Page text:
WASHINGTON (Reuters) - The White House has called an urgent multi-agency meeting for Thursday to discuss a potential new al Qaeda threat on U.S. soil, ABC News reported on Tuesday.
Top intelligence and law enforcement officials have been told to meet in the White House Situation Room to report on steps to minimize or counter the threat and what steps are being taken to tighten security at government buildings, ABC said.
The meeting would be one of a number convened in light of new intelligence and information learned from the recent failed car bomb attempts in London, ABC reported, citing a senior U.S. administration official.
The unnamed official told ABC the level of concern of a new attack in the United States was now higher than it had been in some time.
A White House spokeswoman confirmed that after the attempted attacks in the United Kingdom, the U.S. government convened meetings to discuss the situation but added there was no credible evidence of an imminent threat.
“Counter-terrorism officials regularly meet, that is not unusual. We are taking all threats seriously and working to ensure we can keep the terrorists from striking at innocent people,” White House spokeswoman Emily Lawrimore said in an e-mail.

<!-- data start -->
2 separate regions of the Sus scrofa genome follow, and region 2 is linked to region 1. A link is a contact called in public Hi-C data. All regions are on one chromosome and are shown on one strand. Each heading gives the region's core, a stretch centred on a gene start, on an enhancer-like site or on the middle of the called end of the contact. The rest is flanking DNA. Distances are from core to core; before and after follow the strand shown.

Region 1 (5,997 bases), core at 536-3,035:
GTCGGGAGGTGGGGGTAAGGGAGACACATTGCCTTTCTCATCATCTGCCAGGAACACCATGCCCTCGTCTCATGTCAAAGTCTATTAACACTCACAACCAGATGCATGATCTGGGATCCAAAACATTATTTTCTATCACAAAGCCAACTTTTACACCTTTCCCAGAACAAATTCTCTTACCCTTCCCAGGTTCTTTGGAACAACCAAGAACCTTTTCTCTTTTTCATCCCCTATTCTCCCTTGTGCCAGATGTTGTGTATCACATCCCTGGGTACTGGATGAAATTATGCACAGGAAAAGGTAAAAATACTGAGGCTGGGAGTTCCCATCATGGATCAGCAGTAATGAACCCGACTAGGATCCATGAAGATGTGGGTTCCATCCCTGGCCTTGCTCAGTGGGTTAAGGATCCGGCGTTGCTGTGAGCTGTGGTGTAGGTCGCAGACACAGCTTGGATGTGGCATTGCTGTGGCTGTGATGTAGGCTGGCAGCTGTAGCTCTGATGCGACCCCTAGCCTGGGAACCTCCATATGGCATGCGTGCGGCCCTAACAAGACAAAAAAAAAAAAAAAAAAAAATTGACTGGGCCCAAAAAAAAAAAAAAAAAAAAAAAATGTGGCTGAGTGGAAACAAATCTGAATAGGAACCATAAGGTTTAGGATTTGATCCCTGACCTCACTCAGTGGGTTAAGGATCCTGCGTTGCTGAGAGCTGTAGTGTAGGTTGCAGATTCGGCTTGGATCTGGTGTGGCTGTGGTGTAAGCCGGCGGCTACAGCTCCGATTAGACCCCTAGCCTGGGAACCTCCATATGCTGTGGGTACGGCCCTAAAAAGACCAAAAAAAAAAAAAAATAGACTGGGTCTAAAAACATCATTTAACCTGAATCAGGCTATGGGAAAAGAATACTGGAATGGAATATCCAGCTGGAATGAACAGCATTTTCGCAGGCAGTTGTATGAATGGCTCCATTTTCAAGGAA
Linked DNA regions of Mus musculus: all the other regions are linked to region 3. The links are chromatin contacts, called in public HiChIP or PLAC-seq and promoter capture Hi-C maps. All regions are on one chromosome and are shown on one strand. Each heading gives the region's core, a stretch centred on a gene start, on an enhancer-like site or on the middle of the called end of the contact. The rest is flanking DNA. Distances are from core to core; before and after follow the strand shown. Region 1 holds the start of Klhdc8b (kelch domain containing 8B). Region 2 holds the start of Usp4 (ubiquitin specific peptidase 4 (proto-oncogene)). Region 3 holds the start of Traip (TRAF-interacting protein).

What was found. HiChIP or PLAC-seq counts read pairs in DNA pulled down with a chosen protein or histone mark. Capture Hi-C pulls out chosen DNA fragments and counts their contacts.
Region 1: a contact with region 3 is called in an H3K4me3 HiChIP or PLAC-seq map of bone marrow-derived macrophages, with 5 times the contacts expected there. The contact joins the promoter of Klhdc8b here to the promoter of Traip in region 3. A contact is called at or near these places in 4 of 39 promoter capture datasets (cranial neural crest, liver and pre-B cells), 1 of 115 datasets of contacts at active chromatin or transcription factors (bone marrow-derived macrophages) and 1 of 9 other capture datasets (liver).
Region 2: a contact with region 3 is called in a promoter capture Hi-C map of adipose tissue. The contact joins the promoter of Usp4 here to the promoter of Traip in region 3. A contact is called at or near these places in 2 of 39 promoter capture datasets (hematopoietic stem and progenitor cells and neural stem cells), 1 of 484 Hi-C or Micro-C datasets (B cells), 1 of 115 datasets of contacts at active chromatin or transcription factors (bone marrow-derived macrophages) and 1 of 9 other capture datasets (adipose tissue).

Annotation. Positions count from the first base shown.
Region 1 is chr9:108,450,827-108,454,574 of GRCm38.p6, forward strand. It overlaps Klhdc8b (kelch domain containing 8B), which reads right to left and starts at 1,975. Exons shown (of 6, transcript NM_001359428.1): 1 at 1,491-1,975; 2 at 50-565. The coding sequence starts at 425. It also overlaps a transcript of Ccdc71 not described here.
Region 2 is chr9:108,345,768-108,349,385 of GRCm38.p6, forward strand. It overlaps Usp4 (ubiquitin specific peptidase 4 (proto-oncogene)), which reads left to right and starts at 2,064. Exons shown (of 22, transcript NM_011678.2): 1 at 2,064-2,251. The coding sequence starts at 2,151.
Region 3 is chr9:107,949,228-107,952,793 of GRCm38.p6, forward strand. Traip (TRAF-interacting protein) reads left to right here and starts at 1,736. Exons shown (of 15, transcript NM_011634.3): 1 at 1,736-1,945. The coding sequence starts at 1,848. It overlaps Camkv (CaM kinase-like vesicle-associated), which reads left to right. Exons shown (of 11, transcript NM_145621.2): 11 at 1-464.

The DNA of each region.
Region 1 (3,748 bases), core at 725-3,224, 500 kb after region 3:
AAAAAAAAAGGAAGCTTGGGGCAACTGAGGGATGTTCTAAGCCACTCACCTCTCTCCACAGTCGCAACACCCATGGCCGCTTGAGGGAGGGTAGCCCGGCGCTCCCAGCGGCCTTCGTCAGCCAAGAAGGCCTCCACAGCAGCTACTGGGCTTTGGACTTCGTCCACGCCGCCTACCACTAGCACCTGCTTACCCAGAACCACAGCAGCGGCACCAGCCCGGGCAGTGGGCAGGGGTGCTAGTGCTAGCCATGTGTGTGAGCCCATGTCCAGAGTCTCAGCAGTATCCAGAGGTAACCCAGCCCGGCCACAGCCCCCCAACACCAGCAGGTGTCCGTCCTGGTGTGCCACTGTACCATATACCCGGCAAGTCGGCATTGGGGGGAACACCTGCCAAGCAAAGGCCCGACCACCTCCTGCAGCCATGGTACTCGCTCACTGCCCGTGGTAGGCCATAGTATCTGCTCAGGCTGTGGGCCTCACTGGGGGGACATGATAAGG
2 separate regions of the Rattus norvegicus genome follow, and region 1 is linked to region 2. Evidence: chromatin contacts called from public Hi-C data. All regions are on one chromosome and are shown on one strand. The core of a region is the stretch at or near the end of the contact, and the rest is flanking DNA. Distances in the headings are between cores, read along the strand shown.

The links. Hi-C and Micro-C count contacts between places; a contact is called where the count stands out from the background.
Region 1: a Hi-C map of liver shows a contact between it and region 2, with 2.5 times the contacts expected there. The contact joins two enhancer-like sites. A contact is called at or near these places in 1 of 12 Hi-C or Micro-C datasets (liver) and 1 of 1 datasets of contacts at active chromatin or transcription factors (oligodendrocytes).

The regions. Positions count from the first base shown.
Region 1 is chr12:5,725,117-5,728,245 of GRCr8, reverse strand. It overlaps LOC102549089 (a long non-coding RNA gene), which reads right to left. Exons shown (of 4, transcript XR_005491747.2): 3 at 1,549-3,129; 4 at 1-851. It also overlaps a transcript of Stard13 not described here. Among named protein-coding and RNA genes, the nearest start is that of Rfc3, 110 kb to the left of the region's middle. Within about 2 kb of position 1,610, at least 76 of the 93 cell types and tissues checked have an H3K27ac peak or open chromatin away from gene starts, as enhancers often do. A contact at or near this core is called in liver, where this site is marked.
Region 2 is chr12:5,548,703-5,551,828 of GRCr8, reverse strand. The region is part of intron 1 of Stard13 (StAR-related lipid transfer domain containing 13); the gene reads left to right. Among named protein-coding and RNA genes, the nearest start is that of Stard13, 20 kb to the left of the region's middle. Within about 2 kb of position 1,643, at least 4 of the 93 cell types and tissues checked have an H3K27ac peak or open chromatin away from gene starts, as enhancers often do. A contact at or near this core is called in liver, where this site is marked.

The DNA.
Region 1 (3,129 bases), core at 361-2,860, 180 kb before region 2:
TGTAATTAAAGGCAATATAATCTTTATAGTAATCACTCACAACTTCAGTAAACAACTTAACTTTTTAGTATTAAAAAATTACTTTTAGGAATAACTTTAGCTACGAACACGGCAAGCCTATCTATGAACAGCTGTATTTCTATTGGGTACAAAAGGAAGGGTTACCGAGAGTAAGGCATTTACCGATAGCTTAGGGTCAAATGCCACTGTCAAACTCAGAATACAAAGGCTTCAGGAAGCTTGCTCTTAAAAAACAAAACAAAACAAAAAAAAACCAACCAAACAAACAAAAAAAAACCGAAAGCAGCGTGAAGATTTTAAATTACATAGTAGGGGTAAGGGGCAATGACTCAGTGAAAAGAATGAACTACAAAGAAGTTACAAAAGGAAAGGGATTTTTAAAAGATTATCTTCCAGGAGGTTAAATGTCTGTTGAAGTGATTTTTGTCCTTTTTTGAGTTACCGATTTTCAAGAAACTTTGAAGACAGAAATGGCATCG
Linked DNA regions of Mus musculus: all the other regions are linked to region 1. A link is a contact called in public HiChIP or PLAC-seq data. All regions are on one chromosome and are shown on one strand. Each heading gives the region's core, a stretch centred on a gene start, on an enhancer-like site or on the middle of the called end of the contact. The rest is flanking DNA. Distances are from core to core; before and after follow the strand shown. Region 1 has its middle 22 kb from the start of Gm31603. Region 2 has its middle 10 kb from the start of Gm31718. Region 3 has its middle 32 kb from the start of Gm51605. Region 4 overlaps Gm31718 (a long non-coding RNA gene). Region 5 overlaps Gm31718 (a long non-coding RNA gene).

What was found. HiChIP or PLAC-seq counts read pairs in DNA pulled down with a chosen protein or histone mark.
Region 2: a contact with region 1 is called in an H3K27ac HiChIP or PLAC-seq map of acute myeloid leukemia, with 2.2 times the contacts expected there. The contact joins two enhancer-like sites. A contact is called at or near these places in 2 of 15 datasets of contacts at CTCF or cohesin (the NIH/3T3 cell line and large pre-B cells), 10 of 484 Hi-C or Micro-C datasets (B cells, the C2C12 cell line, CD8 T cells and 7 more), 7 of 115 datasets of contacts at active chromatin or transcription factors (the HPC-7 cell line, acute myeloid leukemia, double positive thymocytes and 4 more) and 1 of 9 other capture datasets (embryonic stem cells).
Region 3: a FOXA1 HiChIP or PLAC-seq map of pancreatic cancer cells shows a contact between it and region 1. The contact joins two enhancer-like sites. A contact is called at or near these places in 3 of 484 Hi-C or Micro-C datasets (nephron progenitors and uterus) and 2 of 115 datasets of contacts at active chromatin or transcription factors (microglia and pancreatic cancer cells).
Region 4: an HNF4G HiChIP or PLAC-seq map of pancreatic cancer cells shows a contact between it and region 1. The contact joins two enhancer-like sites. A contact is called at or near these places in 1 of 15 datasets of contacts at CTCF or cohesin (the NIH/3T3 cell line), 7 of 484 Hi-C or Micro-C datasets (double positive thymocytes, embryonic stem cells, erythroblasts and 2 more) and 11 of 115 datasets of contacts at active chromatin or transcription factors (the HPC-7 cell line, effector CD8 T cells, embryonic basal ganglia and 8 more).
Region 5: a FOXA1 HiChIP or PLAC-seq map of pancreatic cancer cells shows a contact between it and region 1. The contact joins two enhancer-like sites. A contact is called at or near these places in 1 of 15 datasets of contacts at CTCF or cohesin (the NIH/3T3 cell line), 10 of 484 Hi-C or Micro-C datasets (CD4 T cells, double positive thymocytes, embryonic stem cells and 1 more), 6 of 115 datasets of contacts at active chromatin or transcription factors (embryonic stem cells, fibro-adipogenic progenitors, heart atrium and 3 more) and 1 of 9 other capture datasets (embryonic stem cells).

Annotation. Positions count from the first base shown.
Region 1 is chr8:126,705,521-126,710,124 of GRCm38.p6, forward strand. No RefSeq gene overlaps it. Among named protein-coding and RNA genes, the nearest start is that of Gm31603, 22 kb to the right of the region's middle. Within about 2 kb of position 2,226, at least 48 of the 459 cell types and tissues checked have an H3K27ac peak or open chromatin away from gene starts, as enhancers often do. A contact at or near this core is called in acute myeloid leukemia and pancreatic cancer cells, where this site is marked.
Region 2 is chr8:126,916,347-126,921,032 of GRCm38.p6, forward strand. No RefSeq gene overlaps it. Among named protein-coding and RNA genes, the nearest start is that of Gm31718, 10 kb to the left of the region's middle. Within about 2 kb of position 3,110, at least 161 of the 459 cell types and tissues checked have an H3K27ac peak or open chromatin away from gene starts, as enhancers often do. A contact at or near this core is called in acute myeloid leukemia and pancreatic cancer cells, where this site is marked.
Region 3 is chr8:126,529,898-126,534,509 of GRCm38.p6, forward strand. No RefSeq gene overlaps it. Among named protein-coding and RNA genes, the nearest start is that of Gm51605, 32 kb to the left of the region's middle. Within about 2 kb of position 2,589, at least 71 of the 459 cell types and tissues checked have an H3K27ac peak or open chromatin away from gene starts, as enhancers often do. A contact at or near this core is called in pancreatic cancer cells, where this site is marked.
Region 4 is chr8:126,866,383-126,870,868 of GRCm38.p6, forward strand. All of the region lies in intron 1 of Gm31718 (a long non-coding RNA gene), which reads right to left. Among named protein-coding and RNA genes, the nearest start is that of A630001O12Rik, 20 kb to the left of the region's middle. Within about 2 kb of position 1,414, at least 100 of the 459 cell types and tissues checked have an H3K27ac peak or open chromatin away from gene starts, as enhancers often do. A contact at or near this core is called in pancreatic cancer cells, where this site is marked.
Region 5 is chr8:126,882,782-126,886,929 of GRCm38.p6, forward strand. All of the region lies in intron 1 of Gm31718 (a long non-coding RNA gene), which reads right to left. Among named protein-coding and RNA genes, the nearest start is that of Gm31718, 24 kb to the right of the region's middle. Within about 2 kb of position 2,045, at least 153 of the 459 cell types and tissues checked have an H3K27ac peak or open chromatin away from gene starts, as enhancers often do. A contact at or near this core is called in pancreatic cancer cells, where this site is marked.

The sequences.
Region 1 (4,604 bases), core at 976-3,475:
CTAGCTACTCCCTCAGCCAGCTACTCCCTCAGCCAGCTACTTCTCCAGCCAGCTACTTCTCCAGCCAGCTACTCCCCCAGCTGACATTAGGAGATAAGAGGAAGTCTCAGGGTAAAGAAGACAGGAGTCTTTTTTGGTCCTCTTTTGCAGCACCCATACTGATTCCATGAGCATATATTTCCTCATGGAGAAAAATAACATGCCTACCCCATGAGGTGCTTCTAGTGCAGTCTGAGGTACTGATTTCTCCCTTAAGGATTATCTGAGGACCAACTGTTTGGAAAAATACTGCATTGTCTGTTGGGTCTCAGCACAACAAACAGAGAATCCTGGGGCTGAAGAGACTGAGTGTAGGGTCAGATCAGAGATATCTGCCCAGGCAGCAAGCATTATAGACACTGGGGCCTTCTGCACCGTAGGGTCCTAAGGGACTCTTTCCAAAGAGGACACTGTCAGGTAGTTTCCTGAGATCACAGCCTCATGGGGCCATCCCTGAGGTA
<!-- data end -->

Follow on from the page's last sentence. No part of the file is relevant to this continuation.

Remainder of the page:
Law enforcement officials said the botched bombings in London provided clues about possible tactics, ABC reported.
Two car bombs were found in London and a fuel-packed jeep was rammed into Glasgow Airport in Scotland two weeks ago. British Prime Minister Gordon Brown said both plots were associated with al Qaeda.
ABC News cited senior U.S. intelligence officials as saying that new information suggests a small al Qaeda cell was on its way to the United States or may already be in the country.
Separately, U.S. Homeland Security Secretary Michael Chertoff told the Chicago Tribune’s editorial board his “gut feeling” is that the United States faces an increased risk of attack this summer.
Chertoff said his assessment was based on past patterns of terrorists in Europe, intelligence he did not disclose and recent al Qaeda statements, the Tribune reported.
“Summertime seems to be appealing to them. ... We worry that they are rebuilding their activities,” Chertoff told the newspaper.
Al Qaeda’s No. 2, Ayman al-Zawahiri, has spoken out regularly in audio-taped messages in recent months. In the latest recording, posted on the Internet on Tuesday, the Egyptian cleric threatened more attacks on Britain.